Hlawga National Park
|Hlawga National Park|
|Location||Mingaladon, Yangon Region, Myanmar|
|Area||1540 acres (623 hectares)|
|Established||September 30, 1982|
|Governing body||Ministry of Environmental Conservation and Forestry|
Hlawga National Park (Burmese: လှော်ကားအမျိုးသားဥယျာဉ်) is a national park located in Mingaladon, Yangon Division, Myanmar, 22 miles (35 km) north of Yangon. The 1540-acre (623-hectare) park includes an 818-acre (313 hectare) wildlife park, a 62-acre (25-hectare) mini-zoo and a 660-acre (267-hectare) buffer zone.
First established as an environmental education center in 1982, the national park is a popular day-trip destination with Yangonites and ecotourists.
The park embraces the catchment area of the Zokanabe Lake, an extension dam built in 1921–24 to reinforce the greater Hlawga Lake which has supplied water to Yangon since 1904. The park was established in 1982 with joint-funding by the UNDP and the Burmese government in order to protect the forests and vegetative cover in the catchment of Hlawga Lake, and to establish a representative collection of Burmese indigenous wildlife species of mammals, reptiles and birds, in their natural habitats.
The 818-acre (3.31 km2) wildlife park is home to various types of deer (eld's deer, hog deer, barking deer, sambar deer), as well as rhesus monkey, pythons, and pangolin. Their natural habitats consists of semi-evergreen forests, mixed deciduous forests, and swamp forests. According to a 1992 survey, the park was home to at least 21 species of mammals, 145 species of birds and 8 species of reptiles.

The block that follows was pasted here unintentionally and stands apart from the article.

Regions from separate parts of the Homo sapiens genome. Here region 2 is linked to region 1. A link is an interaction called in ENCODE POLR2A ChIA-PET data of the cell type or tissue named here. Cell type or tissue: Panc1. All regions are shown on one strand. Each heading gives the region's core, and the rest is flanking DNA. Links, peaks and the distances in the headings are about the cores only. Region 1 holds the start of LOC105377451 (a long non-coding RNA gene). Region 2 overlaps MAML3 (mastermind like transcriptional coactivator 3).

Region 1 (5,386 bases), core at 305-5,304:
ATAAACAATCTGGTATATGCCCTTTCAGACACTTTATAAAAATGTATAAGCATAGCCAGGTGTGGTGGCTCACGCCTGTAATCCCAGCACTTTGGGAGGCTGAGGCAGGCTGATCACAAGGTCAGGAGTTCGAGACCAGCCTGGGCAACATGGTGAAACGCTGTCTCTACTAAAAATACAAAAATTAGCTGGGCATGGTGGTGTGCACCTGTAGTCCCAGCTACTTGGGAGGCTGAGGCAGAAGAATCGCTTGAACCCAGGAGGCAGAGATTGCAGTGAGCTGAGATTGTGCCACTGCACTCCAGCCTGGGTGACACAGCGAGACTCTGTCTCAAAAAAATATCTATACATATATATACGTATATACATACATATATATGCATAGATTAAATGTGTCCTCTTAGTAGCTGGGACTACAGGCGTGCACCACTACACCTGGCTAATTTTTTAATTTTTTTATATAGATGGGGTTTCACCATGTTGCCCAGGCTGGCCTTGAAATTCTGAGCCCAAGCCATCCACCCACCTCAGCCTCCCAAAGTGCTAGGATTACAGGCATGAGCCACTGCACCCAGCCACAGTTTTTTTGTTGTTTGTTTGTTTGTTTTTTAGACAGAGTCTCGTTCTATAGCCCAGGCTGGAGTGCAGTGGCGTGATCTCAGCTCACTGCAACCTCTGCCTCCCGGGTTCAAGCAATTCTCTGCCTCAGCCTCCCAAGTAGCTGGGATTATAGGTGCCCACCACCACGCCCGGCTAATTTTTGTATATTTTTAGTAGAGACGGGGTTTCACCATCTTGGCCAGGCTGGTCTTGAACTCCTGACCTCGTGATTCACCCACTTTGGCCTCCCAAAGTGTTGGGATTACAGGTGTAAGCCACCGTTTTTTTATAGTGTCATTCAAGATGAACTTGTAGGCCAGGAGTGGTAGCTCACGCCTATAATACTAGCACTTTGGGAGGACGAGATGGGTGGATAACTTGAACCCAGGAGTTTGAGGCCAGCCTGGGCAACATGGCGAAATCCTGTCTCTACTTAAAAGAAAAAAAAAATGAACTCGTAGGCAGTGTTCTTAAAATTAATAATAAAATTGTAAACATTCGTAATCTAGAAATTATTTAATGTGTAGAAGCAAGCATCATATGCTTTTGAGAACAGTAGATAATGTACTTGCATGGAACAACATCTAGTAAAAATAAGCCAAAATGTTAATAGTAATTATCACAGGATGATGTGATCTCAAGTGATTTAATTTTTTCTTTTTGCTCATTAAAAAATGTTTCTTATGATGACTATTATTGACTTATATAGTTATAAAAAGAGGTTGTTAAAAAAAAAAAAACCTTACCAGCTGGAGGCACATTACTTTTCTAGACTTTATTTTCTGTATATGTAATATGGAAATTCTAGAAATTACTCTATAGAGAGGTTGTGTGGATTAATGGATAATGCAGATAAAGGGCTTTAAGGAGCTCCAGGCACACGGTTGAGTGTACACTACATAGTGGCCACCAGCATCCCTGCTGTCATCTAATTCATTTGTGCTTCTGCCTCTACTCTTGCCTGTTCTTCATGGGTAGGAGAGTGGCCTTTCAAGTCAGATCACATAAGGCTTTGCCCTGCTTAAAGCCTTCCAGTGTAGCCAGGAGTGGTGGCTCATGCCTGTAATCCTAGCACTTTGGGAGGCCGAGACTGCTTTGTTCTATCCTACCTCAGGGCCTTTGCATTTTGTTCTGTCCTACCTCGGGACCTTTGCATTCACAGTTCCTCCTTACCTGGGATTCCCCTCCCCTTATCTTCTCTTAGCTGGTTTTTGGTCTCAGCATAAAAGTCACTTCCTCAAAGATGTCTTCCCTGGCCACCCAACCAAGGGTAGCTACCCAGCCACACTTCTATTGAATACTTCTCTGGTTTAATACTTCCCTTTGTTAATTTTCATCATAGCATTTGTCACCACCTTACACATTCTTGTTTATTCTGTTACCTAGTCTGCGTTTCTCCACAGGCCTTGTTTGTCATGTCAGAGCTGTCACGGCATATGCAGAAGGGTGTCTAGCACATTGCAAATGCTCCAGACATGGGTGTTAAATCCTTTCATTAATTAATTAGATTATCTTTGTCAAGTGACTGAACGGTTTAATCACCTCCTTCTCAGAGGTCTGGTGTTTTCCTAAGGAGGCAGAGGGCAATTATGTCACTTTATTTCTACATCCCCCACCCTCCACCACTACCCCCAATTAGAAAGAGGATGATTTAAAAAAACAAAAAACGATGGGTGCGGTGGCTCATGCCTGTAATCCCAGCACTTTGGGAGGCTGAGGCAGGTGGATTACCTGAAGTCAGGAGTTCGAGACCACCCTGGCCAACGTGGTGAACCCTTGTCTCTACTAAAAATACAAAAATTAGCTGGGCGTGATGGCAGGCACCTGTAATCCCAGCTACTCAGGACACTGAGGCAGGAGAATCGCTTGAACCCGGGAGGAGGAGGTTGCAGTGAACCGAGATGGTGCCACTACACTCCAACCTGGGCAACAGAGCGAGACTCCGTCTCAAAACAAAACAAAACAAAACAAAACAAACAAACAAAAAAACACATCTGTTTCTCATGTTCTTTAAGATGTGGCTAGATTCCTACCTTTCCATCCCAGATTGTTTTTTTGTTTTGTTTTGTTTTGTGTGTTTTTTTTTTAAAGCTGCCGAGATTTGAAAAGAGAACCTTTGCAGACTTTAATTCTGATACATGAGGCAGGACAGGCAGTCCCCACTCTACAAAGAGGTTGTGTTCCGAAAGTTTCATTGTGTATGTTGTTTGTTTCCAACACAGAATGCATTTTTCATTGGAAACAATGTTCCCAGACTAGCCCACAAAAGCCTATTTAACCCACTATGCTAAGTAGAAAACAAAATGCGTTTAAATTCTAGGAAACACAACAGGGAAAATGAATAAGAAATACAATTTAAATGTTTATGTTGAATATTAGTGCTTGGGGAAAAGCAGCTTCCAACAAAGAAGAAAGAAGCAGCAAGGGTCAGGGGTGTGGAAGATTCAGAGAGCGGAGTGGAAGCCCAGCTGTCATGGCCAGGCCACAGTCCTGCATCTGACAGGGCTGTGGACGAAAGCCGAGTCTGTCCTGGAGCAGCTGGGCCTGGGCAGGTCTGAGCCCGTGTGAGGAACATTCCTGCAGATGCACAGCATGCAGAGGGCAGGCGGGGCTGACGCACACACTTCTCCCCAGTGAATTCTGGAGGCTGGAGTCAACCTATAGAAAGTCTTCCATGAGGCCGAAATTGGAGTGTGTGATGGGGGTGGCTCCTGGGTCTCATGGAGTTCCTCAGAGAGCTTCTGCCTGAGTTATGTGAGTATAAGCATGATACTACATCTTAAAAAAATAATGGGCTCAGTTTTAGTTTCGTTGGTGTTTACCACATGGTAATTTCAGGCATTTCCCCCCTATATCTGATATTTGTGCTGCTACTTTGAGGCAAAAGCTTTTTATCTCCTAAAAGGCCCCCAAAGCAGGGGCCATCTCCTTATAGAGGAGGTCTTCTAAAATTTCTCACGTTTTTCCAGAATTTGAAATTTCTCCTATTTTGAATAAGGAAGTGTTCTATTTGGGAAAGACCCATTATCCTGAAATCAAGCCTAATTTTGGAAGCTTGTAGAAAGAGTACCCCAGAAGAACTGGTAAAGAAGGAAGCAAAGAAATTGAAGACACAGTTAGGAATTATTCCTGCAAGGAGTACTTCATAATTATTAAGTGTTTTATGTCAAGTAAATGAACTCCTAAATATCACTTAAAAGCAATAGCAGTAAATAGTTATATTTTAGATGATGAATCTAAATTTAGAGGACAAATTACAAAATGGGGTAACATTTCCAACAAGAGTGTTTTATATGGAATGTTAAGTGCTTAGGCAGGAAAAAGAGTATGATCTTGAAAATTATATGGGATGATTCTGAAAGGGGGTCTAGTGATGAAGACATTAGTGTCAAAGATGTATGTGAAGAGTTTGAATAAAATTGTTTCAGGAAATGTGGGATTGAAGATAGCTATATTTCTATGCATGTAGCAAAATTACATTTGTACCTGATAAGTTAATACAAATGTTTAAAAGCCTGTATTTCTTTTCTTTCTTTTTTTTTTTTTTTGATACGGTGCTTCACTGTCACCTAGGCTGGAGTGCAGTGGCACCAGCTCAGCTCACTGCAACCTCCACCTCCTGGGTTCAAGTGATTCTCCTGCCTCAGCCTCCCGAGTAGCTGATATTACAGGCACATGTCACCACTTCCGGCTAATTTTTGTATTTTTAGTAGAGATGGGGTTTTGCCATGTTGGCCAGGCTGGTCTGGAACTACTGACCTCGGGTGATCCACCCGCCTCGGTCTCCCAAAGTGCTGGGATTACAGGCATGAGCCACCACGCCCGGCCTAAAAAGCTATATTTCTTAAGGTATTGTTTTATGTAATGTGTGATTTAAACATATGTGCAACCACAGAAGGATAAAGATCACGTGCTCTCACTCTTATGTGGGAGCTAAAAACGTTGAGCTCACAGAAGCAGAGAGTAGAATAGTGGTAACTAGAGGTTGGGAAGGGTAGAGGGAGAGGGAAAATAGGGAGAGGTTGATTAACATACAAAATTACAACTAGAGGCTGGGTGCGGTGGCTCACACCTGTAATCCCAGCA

Barking deer, hog deer and wild boar are the most common mammal species. Slow lores, pangolin and a few species of jungle cats used to roam the park at night feeding on figs, which is abundantly found in the park. The semi-evergreen type of vegetation creates ideal habitats for a variety of reptiles from monitor lizards to cobra, and krait ( Bungarus fasciatus) to pythons (Python reticulatus).
Resident and migratory birds are abundant inside the park. Identified species include: the jungle fowl (Gallus gallus), red-vented bulbul (Pycnonotus cafer), lesser whistling duck (Dendrocygna javanica), Asian openbill stork (Anastomus oscitans), black-crowned night heron (Nycticonax nycticorax) and white-throated babbler (Turdoides gularis). Black-headed Bulbul ( Pycnonotus atriceps)
The evergreen forest contains at least 295 species of plants. Common species are dipterocarps and Lagerstroemia speciosa. Also found are deciduous species such as teak (Tectona grandis) and binga (Mitragyna rotundifolia), and medicinal plants such as sindonma-nwe (Tinospora cordifolia).
The mini-zoo has small mammals, birds, tigers, leopards, bears and estuarine crocodiles in large spacious cages, avaries and moated enclosures.
Visitors can go on a safari-style bus ride or an elephant ride through the park, hiking on jungle trails, boating on the lake, and/or bird watching. However, most local visitors use the park's picnic areas.
The park is divided into three zones: a rest and retreat zone, an adventure and recreation zone, and an education and hobby zone. The rest and retreat zone features forest eco-lodges, boat houses and a health spa resort. The adventure and recreation zone has facilities for jungle trekking, bird watching and wild life safaris, as well as a camping ground and training areas for mountain climbing and parachuting. The education and hobby zone includes a timber species display center, a butterfly park, an insect kingdom, a reptile park and fishing spots.
Located in coastal Yangon Division, the park has a monsoonal climate. Annual average rainfall is about 95 inches (240 cm) most of which is received between late May and October. The coolest months are from November to February (average high: 32C and average low: 18C) and the hottest months are from March to May (average high: 37C and average min: 24C). The mean relative humidity is 87%.